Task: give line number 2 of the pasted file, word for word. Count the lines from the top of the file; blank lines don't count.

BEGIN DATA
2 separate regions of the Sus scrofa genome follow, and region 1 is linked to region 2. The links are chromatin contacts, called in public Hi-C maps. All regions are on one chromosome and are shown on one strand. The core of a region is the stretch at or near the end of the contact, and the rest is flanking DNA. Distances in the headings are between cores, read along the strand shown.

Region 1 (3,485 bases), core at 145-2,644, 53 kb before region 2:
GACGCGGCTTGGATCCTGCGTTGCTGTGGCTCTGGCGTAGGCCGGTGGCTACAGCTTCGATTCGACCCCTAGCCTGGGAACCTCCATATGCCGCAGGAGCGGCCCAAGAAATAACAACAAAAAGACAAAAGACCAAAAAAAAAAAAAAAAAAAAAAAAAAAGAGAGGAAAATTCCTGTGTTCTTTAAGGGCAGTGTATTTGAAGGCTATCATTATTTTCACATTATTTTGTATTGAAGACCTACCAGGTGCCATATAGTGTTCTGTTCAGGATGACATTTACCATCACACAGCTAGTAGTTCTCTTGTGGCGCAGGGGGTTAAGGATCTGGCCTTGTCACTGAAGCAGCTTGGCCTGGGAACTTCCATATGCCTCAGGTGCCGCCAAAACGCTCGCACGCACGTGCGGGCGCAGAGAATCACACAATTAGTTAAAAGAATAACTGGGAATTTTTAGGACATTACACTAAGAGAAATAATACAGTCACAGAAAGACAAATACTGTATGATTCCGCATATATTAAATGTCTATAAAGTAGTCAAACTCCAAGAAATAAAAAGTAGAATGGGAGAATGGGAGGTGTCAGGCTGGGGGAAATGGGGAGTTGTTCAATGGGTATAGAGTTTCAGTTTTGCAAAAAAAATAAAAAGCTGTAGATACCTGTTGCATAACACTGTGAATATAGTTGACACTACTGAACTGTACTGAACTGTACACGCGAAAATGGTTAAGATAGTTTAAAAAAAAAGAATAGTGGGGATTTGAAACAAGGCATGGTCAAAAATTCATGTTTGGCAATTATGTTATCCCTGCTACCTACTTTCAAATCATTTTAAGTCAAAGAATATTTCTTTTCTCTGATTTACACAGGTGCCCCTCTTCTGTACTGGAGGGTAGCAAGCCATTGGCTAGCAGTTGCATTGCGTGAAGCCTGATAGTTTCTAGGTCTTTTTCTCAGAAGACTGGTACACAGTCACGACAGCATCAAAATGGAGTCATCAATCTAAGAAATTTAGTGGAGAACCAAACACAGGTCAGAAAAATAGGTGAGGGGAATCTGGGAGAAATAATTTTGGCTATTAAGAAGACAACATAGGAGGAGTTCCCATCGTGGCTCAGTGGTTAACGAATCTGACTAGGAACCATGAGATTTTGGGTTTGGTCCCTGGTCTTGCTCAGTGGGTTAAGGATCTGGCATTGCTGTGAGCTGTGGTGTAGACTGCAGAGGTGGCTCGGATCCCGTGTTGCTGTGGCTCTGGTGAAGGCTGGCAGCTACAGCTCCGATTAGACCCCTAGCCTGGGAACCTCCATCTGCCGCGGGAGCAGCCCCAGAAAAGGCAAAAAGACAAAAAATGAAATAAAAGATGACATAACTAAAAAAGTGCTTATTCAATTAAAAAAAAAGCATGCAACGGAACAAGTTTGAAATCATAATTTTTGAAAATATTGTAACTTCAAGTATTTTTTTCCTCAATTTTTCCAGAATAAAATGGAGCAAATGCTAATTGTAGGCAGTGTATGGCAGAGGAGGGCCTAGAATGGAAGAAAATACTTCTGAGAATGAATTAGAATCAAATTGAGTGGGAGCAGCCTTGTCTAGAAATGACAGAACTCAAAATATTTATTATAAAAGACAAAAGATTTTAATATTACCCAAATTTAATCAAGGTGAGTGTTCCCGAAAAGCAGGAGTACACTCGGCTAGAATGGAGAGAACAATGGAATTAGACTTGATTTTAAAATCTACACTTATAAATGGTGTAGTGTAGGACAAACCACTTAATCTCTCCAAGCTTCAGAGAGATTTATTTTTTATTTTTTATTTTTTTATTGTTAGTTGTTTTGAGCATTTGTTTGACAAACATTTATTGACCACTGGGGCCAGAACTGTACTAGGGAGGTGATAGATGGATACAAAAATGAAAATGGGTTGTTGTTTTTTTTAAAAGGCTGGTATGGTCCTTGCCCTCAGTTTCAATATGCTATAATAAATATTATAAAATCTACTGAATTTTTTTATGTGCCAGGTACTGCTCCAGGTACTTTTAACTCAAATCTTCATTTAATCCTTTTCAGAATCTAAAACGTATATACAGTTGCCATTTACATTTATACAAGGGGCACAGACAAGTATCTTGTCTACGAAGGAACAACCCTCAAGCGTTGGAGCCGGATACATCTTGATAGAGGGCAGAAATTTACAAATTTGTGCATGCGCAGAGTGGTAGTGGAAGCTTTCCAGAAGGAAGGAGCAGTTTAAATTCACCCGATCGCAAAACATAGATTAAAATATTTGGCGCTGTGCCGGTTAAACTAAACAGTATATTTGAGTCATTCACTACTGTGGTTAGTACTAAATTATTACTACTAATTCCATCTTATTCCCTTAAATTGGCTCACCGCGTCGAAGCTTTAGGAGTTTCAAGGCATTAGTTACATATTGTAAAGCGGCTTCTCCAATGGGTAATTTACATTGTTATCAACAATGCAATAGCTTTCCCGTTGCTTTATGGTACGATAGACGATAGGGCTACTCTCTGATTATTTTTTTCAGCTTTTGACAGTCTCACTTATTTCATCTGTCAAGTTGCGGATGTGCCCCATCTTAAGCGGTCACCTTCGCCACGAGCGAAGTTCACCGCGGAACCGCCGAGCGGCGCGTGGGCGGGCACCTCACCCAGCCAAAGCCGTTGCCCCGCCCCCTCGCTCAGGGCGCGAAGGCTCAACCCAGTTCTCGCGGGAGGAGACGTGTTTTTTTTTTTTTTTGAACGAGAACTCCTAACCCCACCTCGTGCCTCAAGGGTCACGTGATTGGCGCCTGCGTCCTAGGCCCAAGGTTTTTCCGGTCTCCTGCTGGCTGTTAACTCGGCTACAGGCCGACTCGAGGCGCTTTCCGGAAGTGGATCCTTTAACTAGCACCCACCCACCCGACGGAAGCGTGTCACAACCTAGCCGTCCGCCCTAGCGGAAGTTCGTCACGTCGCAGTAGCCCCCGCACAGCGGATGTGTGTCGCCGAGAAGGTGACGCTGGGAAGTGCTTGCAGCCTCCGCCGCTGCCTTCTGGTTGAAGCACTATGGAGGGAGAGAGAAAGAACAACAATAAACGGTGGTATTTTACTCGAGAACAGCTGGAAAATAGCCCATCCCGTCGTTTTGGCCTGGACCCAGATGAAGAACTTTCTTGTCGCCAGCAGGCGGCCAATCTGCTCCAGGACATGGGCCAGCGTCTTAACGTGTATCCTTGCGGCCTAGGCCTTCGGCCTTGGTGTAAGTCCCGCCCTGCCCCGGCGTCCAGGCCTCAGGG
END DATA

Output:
Region 1 (3,485 bases), core at 145-2,644, 53 kb before region 2: